Paul Kedrosky recently mentioned a report about how all markets are a bubble. In the report it states that the two conditions that cause a bubble are strong liquidity and a great outlook. The report also talks about how success kills itself
There is nothing that suppresses the success of a brilliant new idea more completely than having 12 nearly identical start-ups.
Everything is a bubble. If you are successful people will emulate it. If you create and aggressively market a half dozen sites in the same vertical you not only compete with yourself, but you also create a new type / system / format / category of spam that others will emulate and authority systems (such as search engines) will work to reduce.
Search engines also redefine what they are looking for by benchmarking information quality. Do search engines really want to promote a bunch of thin content sites that are easy to spam? Not likely. These sites act as testbeds for features that search engines clone, but eventually most of them will die.
Content and advertisement formats are not the only types of information bubbles. All of this rides on how people use language, from spam filters, to ad targeting, to the perception of fair use, to syndication guidelines, to deceptive offers:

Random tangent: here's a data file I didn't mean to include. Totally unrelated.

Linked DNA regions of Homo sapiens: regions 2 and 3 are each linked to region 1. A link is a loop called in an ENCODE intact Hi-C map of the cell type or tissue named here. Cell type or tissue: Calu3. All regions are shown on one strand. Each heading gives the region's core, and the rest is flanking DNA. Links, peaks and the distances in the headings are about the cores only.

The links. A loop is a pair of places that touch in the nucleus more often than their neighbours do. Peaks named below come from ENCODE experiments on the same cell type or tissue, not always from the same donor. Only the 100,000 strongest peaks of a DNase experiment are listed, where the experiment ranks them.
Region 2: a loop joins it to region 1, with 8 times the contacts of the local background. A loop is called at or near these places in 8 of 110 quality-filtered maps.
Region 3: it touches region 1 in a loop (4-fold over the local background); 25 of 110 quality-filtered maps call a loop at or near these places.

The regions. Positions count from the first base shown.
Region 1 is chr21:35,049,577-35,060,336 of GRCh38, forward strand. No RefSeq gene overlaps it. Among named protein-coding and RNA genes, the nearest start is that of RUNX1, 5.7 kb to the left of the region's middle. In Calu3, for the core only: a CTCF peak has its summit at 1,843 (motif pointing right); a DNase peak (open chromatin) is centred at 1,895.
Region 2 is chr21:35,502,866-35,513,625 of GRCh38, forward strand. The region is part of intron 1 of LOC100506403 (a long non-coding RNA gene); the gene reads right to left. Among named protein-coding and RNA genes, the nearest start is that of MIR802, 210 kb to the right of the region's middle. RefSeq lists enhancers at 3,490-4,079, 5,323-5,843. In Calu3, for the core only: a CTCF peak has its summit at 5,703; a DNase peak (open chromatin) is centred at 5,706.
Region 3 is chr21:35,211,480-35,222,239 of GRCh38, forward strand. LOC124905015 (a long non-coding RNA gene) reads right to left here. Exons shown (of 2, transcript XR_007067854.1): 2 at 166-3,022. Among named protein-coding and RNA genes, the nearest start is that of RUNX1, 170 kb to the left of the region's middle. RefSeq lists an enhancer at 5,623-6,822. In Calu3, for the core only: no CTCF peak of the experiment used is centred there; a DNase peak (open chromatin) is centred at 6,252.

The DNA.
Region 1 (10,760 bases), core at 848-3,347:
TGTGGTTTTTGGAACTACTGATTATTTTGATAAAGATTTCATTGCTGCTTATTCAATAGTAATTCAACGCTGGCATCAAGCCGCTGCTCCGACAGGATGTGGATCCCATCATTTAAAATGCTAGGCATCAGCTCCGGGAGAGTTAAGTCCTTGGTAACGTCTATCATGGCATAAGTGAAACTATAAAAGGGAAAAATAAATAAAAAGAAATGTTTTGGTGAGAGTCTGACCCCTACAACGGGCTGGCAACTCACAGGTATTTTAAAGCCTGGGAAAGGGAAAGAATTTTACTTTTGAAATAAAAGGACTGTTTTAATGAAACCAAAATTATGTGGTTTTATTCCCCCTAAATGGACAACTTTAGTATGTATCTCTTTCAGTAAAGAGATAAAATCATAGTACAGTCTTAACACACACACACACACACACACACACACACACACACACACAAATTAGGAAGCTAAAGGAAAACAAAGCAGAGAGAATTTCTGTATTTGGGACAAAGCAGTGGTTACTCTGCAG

Stanford Group this week issued its own bulletin, stating "we believe the FTC is investigating deceptive Internet advertising by several companies, particularly relating to offers claiming or implying "free" products."
Luntz was quizzed on his prior advocacy of the term, 'climate change' as opposed to 'global warming', given the emotional nuance of the latter term.
You'll see that both terms are used by Australian Internet users, but 'global warming' is by far more referenced. Further search analysis is telling, revealing that searches for 'climate change' are more likely to result in visits to News & Media and Government websites; while users more commonly visit Education and Environment online industries when they search for 'global warming'. Could it be that 'climate change' is in fact now the more emotional term, given its prominence in the media?
If you know everything is a bubble, and are building for the long-term, it might make sense to look beyond the current fashion.
Stock market was BIG... everyone became a broker trainee... it crashed.... real estate was BIG...everyone was a realtor/trainee/mortgage broker... it's crashing....what's next?
What is out of favor now will likely come back in fashion at some point, as noted by Alan Meckler:
I still contend (even with the heavy push for user generated content) that high quality, wholly owned content still has a major role to play on the Web. When you own content as we do, then opportunities continuously present themselves. Great content also provides an environment to create new lines of related business.
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